We have to break the “deserve” part of the equation if we want to move forward, but I have no idea how. Trust me, living it makes me hate it more, not less. Particularly because working class churches preach compassion for the poor and these folks are usually generous to those they feel deserve help, i.e. children in the developing word.Report

              • Dark Matter in reply to Saul Degraw says:

                the upper-middle class is disliked more than the rich.

                Sure. Upper-middle is people you know, and maybe have some idea of what they do, and it doesn’t seem all that hard, especially compared to what you do.

                The truly rich? We’re getting into god territory there. Bill Gates. Steve Jobs. The pair that founded Google. Some others. To join that group all you have to do is create a new technology or three, and as a side effect also create tens of thousands of jobs.

                There you’re dealing with people who are doing things you can’t do, even in theory, and don’t think you could ever do.Report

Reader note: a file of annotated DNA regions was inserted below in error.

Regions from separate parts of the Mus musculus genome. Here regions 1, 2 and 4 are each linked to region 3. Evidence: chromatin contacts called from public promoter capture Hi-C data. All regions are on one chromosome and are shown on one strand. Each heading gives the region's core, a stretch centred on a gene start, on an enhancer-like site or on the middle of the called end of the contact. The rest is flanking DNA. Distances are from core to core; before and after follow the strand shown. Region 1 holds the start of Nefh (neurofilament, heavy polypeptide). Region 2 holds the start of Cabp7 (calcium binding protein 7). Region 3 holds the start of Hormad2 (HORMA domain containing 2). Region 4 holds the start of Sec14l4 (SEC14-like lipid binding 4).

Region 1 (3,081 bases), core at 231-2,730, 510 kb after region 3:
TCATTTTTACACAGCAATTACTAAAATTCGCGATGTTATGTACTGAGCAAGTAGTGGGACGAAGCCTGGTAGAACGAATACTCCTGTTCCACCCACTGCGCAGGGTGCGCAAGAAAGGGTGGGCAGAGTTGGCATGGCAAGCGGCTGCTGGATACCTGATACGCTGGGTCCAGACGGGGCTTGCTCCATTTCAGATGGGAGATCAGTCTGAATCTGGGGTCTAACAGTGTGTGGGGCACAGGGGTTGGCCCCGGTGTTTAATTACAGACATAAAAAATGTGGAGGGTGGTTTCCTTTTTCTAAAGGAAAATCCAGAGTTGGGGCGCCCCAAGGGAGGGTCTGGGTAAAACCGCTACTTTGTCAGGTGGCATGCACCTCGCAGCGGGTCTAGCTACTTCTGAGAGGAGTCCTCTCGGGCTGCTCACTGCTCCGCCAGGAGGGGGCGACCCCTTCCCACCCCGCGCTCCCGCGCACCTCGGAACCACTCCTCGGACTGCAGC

• Saul Degraw in reply to Lab Rat says:

              One reason why I suspect that it doesn’t create a backlash for Trump to potentially appoint a former Goldman exec/Hedge Fund Manager as his Treasury Secretary is that finance is a field generally seen as being more frattish and broish and party hard than law in many ways.

              Lawyers can drink and party but belief at my law school was “Law School is for people who want nice livings but are too nerdy to be MBAs.” We tend to be interested in debates/rhetoric/and solving tricky civil procedure issues instead of dealing and schmoozing.Report

  4. j r says:

    White people as a whole voted for Donald Trump.

    I’m pretty sure that’s not how wholes work.

    No, I’m positive.

    as a whole
    phrase of whole
    as a single unit and not as separate parts; in general.